The Wonders of Ephesus and Finding Sumac

From our magnificent hotel over looking the Agean Sea we set off to Ephesus early in the morning  hopefully to bet some of the crowds.

Ephisus 1

I find it hard to do justice to a monumental giant such as Ephesus. To understand how this  huge city was built and functioned is difficult to comprehend – thank goodness we have the Ali who knows ‘everything ‘. Started by the Greeks in  the 10th Century BC Ephesus thrived for hundreds of years  before being taken over by the Romans in 129 AD. During this time it was the third largest Roman city and had population of over 50,000 people.Ephisus 5

The city was famous  for the Temple of Artemis ( Diana) – one of the 7 wonders of the world.  The library of Celsus and a theater which was capable of holding 25,000 spectators. This open-air theatre was used  for dramas, but latterly gladiatorial combats were also held on its stage.We had our own performers – Ali obliged with a poem and Caroline sang – The acoustics are amazing.They do have live concerts here and that would be amazing – I think the sound would be better than the Dunedin Stadium..

ephasus 4

Ephesus also had several major bath houses and an incredibly advanced aqueduct system for houses, industry and even the public toilets – evidently the wealthy would have a slave sit on the marble to warm it up in cold weather!!!  Schools and Gymnasiums were part of every day life .

Our visit started off on a very pleasant morning and there wasn’t a cruise ship  in today  so compared to last year the crowds were good -however by the time we climbed up through the marble main street to the top it was incredibly hot.

Ephesus 6



Ephisus 3

So… How do you loose an  incredible city like this ..

Being sacked and plundered by Goths, Arabs, Ottomans, Crusaders  and anybody else wanting control – plus a huge earthquake destroyed many buildings .The importance of the city as a commercial centre declined as the harbour was slowly silted up. Today, the harbour is 5 kilometres away. With the harbour gone Ephesus lost its access to the Agean Sea, which it needed for trade.  Malaria killed many people and they started leaving the city for the surrounding hills.Many ruins of the temples were used as building blocks for new homes. Marble sculptures were ground to powder to make lime for plaster.Ephesus was completely abandoned by the 15th century and  was named Selçuk in 1914.

The site today is a huge tourist attraction and work continues with archaeologists  and universities from all around the world. Maybe my son Richard would like a survey job here!! We spoke to a girl from  Czechoslovakia working on a site and she was a private archaeologist working under contract.They have only uncovered such a small part of the city and I suppose it will never end.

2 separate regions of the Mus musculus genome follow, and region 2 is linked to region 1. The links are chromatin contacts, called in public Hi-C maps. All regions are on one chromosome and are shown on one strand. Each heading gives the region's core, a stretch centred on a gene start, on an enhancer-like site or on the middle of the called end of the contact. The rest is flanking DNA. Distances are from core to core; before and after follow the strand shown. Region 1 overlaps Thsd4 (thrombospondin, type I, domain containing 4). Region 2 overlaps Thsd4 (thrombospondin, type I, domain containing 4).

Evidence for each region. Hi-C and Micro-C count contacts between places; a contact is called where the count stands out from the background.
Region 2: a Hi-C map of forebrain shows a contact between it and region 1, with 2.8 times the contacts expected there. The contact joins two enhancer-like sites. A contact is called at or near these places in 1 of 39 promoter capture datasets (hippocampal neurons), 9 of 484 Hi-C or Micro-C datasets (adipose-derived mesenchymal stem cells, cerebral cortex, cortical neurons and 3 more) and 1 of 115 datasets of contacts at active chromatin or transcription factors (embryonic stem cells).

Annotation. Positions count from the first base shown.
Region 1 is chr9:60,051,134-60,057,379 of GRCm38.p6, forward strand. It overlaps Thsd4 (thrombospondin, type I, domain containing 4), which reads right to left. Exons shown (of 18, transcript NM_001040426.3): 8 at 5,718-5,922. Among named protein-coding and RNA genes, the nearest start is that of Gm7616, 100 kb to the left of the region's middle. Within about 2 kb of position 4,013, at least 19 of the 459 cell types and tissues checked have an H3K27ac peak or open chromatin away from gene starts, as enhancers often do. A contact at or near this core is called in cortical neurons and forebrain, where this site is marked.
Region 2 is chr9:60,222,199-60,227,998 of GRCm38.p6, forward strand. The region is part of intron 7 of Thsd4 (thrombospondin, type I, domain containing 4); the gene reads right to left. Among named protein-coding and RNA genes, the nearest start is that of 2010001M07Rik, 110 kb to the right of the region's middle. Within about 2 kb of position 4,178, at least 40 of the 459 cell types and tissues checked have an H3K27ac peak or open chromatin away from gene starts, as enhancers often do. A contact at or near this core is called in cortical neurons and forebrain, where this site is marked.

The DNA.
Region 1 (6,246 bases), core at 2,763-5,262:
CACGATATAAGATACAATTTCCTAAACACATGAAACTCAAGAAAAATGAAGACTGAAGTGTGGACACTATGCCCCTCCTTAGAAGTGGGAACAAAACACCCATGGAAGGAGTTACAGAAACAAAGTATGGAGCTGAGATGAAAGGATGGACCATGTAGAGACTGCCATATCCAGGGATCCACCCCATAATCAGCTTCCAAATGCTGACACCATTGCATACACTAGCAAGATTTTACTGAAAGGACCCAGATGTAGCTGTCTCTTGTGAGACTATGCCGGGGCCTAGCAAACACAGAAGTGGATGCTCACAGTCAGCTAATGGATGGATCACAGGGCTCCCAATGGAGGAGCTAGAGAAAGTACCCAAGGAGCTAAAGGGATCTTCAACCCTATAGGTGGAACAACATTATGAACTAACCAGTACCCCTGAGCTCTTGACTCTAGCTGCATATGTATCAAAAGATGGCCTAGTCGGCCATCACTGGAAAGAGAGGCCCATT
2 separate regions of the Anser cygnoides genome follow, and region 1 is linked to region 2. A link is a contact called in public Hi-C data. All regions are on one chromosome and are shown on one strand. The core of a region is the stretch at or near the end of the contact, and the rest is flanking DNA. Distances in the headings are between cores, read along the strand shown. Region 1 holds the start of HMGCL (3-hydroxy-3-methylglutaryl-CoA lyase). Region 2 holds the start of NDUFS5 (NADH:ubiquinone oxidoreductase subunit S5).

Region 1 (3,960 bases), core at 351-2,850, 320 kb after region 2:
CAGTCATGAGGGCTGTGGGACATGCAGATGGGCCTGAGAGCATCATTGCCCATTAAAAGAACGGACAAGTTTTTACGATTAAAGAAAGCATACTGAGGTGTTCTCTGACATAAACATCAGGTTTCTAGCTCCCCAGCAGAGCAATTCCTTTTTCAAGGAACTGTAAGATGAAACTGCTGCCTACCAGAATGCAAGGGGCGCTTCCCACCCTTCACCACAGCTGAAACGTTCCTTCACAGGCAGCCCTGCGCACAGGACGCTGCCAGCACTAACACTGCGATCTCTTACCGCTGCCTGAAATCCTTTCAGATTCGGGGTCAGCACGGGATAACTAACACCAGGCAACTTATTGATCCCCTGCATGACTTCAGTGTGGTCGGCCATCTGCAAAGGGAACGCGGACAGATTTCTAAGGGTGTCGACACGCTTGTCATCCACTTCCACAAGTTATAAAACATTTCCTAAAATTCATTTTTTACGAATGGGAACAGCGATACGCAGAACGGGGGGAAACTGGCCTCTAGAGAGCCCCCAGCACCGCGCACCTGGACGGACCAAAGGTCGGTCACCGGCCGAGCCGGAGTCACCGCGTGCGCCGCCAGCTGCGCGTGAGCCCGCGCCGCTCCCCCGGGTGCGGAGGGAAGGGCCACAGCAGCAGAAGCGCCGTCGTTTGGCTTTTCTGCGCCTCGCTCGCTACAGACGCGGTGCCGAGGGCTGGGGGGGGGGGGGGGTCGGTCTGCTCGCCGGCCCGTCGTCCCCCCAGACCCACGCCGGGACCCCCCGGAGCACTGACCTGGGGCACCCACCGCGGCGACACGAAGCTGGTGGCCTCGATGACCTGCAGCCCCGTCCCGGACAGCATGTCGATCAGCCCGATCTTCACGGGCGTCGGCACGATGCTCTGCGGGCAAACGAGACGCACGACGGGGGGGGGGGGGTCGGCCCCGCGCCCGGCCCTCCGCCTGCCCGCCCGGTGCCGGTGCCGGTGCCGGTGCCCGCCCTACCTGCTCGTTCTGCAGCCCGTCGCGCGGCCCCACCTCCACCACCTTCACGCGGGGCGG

Following our visit to Ephesus we continued on the the unique picture perfect village of  Sirince which is about 30 minutes from Ephasus.

There is a story that the village was settled by freed Greek slaves who named the village Çirkince meaning ugly in Turkish to deter others from following them.
It has a sad past. This village used to be home to a large strong Greek community. In 1923 they had to leave their village and Turkey as part of the population exchange – where all Greeks had to leave Turkey and be settled in Greece and all Turkish Muslims tranfer to Turkey . Its hard to imagine uplifting yourself, the elderly , children and minimal possesions  within a moments notice after living for generations in a country you called home.
Sirince 2
Sirince 3
 The town is surrounded by olive groves, vineyards, tangerine and fig gardens. Its  narrow paths were lined with locals selling handicrafts – from felting, knitting and crochet to head pieces made from dried flowers and herbs.
Today tourists arrive in great numbers – in a quiet alley along a stone lined path we ate at a typical local restaurant serving delicious Mezes one after the other.
It doesn’t matter where you go in Turkey ,wonderful vegetable based meze are offered everywhere and are so healthy.They use great quantities of vegetables, yoghurt, wild greens and herbs.
While wandering the alleyways after lunch I found some gorgeous old women selling their handwork  – I now have baby shoes , gorgeous knitted fingerless cloves, crocheted necklace . but.. my best find was spotting Sumac seeds still on its branches – I always wondered what they looked like.
 We had a few hours this afternoon to spend time  around the pool at the hotel . Some had a massage but a deckchair and several dips in the lovely infinity pool was magical. We stayed at the hotel for dinner – why leave !!